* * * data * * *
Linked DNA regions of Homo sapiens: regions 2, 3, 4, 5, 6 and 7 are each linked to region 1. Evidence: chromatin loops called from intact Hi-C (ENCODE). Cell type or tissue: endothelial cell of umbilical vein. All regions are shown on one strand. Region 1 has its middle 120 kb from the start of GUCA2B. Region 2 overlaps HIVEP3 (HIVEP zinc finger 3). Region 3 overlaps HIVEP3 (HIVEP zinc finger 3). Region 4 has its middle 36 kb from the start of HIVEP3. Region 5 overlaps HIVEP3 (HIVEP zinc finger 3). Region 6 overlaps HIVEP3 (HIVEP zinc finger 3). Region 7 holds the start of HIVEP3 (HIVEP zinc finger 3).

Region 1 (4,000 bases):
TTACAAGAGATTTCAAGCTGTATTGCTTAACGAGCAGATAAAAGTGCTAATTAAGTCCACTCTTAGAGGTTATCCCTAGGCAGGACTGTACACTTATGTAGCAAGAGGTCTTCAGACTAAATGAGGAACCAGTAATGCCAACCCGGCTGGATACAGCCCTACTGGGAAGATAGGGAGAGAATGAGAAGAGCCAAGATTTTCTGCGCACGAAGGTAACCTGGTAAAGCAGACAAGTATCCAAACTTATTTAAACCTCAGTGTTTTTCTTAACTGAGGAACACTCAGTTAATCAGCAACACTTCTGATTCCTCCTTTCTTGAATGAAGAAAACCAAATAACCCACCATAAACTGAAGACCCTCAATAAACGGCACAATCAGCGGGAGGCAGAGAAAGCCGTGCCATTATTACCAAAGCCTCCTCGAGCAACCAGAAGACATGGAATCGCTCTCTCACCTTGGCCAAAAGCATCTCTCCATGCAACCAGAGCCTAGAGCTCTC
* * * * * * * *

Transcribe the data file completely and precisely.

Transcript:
Linked DNA regions of Homo sapiens: regions 2, 3, 4, 5, 6 and 7 are each linked to region 1. Evidence: chromatin loops called from intact Hi-C (ENCODE). Cell type or tissue: endothelial cell of umbilical vein. All regions are shown on one strand. Region 1 has its middle 120 kb from the start of GUCA2B. Region 2 overlaps HIVEP3 (HIVEP zinc finger 3). Region 3 overlaps HIVEP3 (HIVEP zinc finger 3). Region 4 has its middle 36 kb from the start of HIVEP3. Region 5 overlaps HIVEP3 (HIVEP zinc finger 3). Region 6 overlaps HIVEP3 (HIVEP zinc finger 3). Region 7 holds the start of HIVEP3 (HIVEP zinc finger 3).

Region 1 (4,000 bases):
TTACAAGAGATTTCAAGCTGTATTGCTTAACGAGCAGATAAAAGTGCTAATTAAGTCCACTCTTAGAGGTTATCCCTAGGCAGGACTGTACACTTATGTAGCAAGAGGTCTTCAGACTAAATGAGGAACCAGTAATGCCAACCCGGCTGGATACAGCCCTACTGGGAAGATAGGGAGAGAATGAGAAGAGCCAAGATTTTCTGCGCACGAAGGTAACCTGGTAAAGCAGACAAGTATCCAAACTTATTTAAACCTCAGTGTTTTTCTTAACTGAGGAACACTCAGTTAATCAGCAACACTTCTGATTCCTCCTTTCTTGAATGAAGAAAACCAAATAACCCACCATAAACTGAAGACCCTCAATAAACGGCACAATCAGCGGGAGGCAGAGAAAGCCGTGCCATTATTACCAAAGCCTCCTCGAGCAACCAGAAGACATGGAATCGCTCTCTCACCTTGGCCAAAAGCATCTCTCCATGCAACCAGAGCCTAGAGCTCTC